And then the three of us, practically simultaneously, had what we collectively thought would be a great idea. I would indeed accept the free bouquet and give it to someone on my way out of the store or in the parking lot.
And therein squats the toad.
I’m really uncertain as to whether or not it was my poor delivery skills or bad reception skills by my fellow shopping patrons but giving away a bouquet of flowers is sadly not as easy as one may think.
As I left the store, filled with a sense of wonder as to what would happen, who would I choose to gift with the flowers, who would receive them…I was filled with the excitement of anticipation. I walked to my car with my grocery bags, carefully swaddling the bouquet in my arm without seeing another person.
The day’s light had begun to fade, the street lights were softly glowing and the reddish sky was quickly losing the fight against the impending grey darkness. I loaded my bags and purse in the car but had yet to actually see another person. How could it be that there were no pedestrians around me? Finally a young man approached and then I noticed, he too, had a bouquet in his hand. Finally, I decided to wave at a car driving by – she was driving slowly in the parking lot and I stood on the side waving her to slow or stop – me holding the flowers, she driving her small, red car. We caught eyes as I waved and she drove away.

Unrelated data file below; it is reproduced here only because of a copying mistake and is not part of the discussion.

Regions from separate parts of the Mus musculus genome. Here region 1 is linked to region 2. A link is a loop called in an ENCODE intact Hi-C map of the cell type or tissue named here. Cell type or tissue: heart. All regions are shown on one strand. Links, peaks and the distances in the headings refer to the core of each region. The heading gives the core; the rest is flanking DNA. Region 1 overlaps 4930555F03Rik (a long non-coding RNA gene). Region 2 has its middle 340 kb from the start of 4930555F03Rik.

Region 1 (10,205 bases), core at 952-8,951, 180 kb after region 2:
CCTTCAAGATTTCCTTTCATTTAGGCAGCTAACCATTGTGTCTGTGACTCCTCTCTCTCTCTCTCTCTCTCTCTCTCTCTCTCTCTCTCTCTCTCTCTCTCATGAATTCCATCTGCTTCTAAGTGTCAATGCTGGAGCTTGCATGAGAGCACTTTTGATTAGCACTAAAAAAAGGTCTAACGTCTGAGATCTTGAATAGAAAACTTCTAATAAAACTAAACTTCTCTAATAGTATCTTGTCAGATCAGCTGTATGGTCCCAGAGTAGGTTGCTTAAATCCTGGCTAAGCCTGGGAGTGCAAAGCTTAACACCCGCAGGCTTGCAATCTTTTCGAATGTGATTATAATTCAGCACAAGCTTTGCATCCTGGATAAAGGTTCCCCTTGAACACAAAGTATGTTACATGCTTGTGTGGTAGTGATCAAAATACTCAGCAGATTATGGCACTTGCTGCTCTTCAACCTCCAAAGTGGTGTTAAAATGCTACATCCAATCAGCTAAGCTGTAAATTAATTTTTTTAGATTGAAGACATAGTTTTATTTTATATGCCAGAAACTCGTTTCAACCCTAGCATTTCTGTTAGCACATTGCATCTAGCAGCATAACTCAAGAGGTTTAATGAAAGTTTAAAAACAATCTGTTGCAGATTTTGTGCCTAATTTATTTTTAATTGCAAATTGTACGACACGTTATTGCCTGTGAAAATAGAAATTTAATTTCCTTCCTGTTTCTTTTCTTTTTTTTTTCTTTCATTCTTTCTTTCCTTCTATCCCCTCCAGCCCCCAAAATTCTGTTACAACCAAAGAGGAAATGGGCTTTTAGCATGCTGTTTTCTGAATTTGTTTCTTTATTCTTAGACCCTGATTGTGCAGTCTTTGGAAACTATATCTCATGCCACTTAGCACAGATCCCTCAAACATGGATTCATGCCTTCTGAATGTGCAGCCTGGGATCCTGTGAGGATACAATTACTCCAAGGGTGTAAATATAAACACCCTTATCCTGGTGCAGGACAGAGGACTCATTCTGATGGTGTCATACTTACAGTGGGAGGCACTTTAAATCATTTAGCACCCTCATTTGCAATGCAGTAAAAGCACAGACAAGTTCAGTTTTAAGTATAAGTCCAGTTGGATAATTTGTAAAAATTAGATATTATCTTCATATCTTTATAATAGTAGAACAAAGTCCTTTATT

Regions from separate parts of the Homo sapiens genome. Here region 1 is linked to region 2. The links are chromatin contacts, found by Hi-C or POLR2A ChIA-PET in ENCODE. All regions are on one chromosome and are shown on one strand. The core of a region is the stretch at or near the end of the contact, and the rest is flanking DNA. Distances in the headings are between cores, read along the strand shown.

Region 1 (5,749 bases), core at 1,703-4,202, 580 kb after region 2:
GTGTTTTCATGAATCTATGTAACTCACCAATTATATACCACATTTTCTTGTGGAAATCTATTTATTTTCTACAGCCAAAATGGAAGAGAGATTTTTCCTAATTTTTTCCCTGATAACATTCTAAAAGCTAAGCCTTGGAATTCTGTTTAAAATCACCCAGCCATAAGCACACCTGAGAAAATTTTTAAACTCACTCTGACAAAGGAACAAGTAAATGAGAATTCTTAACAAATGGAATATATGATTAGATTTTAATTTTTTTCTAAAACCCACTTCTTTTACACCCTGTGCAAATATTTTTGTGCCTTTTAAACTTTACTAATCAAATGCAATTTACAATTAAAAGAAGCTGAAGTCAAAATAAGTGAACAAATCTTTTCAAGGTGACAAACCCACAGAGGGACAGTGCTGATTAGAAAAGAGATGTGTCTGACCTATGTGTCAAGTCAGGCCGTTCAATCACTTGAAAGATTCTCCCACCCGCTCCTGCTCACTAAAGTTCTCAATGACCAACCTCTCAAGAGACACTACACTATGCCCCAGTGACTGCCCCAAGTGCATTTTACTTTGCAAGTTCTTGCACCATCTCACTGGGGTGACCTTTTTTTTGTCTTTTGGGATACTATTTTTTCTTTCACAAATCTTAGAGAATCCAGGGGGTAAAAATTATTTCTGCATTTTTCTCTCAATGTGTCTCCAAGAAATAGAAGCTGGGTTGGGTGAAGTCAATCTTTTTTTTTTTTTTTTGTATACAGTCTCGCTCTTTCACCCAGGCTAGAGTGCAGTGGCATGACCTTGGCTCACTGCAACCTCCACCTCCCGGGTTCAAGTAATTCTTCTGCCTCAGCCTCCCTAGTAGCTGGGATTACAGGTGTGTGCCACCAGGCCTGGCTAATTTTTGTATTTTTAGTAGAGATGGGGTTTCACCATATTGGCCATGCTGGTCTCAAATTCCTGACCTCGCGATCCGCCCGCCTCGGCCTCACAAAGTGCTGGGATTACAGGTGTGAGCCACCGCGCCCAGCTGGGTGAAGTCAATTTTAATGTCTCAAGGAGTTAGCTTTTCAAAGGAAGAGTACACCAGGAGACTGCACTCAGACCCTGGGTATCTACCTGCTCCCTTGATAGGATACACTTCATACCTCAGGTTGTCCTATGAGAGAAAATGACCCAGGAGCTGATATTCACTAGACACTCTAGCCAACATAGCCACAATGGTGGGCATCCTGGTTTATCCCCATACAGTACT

I tried again. This time it was a black SUV. I stood with the flowers in my arms waving for the vehicle to slow and this time the driver sounded the car’s horn for me to move out of the way.